My post yesterday on an eyewitness account of the Easter Rising of 1916, published some three months after the insurrection by the New York Times Magazine, drew a good response and I’m glad so many of you enjoyed it. However quite a few readers enquired about the Irish artist, John Patrick Campbell, who normally signed his work as Seaghán Mac Cathmhaoil, occasionally using Ogham or the native inscribed script to personalise his signature. Campbell was born into an aspirant and literary Belfast family in the spring of 1883, his older brother, Joseph Campbell (Seosamh Mac Cathmhaoil), becoming a noted poet, playwright and lyricist whose most famous work is probably the ballad, “My Lagan Love”. Though he was a fine illustrator of books, magazines and newspapers, John’s first passion seems to have been the theatre, and following his emigration to the United States in 1912 he split the rest of his career between both. Like his brother he was a progressive republican, becoming a supporter of Sinn Féin and the Irish Volunteers from quite an early age. For a time, following the counter-revolutionary civil war in Ireland, his house in New York City became a refuge for political exiles from home, including Joseph, an elected SF councillor for Wicklow who was imprisoned without trial by the Free State regime in 1922-23, taking from him his livelihood and marriage.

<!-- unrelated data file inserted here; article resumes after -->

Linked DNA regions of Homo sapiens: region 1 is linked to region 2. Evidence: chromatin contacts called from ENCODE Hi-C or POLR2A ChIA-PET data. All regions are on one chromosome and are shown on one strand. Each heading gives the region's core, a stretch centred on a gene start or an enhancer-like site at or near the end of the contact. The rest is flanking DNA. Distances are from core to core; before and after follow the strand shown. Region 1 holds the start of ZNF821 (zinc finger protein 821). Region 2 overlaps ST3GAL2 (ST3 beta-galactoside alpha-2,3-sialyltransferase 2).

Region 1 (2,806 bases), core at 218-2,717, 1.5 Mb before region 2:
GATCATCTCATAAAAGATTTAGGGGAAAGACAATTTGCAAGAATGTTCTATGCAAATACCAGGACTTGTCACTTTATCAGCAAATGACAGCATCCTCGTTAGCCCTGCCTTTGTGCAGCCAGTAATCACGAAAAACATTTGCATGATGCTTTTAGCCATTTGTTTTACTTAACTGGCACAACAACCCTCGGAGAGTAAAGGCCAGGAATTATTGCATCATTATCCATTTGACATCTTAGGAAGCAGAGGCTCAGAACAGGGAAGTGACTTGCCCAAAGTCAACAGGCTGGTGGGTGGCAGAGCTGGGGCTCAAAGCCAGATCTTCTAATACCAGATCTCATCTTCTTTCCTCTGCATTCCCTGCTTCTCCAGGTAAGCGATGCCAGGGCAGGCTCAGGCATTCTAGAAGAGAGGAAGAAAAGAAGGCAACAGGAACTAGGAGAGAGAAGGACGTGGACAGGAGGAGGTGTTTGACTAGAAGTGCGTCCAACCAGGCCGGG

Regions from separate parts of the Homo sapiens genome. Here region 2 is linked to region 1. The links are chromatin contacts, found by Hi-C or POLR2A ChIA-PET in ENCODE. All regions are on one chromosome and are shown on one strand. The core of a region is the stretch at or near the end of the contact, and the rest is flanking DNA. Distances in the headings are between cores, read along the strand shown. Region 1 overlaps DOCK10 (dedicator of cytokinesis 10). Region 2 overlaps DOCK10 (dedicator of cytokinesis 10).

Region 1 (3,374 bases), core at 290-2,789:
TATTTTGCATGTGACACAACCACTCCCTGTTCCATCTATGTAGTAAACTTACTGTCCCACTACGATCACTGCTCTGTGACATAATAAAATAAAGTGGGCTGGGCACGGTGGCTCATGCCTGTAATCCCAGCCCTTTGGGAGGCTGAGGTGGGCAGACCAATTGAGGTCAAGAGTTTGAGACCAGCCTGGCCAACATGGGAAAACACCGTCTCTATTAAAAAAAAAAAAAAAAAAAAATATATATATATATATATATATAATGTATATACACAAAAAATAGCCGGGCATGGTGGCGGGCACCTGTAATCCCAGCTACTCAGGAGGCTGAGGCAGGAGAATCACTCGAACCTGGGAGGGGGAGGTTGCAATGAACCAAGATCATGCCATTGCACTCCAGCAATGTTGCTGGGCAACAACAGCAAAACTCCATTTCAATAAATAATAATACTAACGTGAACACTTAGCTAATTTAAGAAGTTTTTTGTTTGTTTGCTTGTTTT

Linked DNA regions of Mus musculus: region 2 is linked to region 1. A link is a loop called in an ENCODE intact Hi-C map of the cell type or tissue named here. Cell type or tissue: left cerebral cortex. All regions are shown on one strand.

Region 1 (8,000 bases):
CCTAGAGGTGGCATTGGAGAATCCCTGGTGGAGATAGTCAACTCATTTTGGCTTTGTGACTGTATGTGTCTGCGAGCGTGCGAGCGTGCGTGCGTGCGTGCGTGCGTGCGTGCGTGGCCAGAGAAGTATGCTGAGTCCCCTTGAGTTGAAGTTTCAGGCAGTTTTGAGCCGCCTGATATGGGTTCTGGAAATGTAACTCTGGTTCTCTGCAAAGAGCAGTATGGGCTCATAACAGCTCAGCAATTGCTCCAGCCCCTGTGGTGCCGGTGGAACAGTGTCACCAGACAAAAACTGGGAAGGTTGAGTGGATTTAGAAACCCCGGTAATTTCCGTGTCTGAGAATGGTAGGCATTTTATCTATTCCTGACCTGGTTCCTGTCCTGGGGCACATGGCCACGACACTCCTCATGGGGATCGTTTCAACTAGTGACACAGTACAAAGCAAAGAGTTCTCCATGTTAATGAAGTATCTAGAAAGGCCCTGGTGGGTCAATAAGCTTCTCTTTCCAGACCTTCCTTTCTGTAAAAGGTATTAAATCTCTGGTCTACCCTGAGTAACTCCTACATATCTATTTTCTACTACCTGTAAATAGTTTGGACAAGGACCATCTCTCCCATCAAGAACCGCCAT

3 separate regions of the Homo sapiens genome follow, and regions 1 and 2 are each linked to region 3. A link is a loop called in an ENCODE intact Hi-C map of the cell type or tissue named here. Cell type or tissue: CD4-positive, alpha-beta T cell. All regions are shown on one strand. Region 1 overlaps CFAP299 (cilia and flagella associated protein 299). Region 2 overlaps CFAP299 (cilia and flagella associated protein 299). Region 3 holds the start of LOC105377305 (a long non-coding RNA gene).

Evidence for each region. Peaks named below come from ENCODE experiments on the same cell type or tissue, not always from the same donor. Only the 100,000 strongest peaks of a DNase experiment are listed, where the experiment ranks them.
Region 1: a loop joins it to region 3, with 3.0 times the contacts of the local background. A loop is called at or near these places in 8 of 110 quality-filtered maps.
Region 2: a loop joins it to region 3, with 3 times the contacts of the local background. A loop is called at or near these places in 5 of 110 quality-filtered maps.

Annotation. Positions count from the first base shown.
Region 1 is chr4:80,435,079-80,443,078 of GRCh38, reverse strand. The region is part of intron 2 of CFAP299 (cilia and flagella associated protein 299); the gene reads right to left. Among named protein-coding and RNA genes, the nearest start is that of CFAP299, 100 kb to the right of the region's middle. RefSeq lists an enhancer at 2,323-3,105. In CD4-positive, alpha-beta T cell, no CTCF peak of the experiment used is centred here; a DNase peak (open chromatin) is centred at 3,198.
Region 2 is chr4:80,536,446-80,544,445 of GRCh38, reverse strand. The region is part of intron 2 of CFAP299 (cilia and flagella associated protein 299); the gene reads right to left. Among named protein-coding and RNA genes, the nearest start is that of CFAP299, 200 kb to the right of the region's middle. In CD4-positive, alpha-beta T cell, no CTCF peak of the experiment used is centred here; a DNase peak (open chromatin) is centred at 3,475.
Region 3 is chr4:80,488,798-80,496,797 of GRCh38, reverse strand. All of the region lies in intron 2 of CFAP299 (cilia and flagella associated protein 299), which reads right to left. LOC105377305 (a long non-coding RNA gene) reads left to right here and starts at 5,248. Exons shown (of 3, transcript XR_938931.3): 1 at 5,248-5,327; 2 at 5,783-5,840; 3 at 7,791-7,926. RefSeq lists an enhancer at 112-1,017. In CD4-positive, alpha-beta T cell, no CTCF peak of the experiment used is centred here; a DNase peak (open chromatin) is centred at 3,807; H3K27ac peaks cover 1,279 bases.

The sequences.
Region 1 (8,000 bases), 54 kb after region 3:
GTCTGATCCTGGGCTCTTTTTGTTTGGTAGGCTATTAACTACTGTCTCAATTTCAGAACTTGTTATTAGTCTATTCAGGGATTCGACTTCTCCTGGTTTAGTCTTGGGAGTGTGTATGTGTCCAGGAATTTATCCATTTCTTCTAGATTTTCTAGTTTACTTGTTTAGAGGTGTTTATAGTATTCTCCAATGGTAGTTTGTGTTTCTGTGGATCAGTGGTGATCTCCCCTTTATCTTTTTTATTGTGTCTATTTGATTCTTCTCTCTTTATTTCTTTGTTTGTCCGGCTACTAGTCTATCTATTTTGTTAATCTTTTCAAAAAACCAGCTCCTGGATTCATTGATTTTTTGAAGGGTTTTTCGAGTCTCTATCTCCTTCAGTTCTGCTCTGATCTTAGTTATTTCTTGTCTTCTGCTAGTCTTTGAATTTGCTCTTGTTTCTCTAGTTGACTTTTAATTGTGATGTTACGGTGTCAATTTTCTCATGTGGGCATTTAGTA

John P. Campbell died on the 19th of August 1962, living quietly among the Irish-American community of his adopted city, his name and his works forgotten by many. However in recent years there has been some small attempt to revive his memory coupled with a new appreciation for the artistic merits of the Celtic Renaissance period that were sneered at by those who looked to Britain and the United States for their sole, whole and only inspiration. Paul Lannour was one of the first to recognise Campbell’s contribution to the arts in Ireland with an excellent piece for the Irish Arts Review in 1998 which covers his career in more detail, along with some wonderful examples of his work. (Also available here.)
Could one hope, some day, to see a collection of his illustrations in book form?
Very nice piece SF.
By the by, do you have any idea of what his religious background was? His surname and circumstances would lead you to think he was Ulster Protestant but maybe I’m reading to much into it.
I’m very interested in Ulstermen of that period who joined the nationalist movement, Bulmer Hobson, Blythe, Bigger, etc
They were RC, as far as I know.
Yes, it was a period of fascinating cross-faith, cross-class mixing.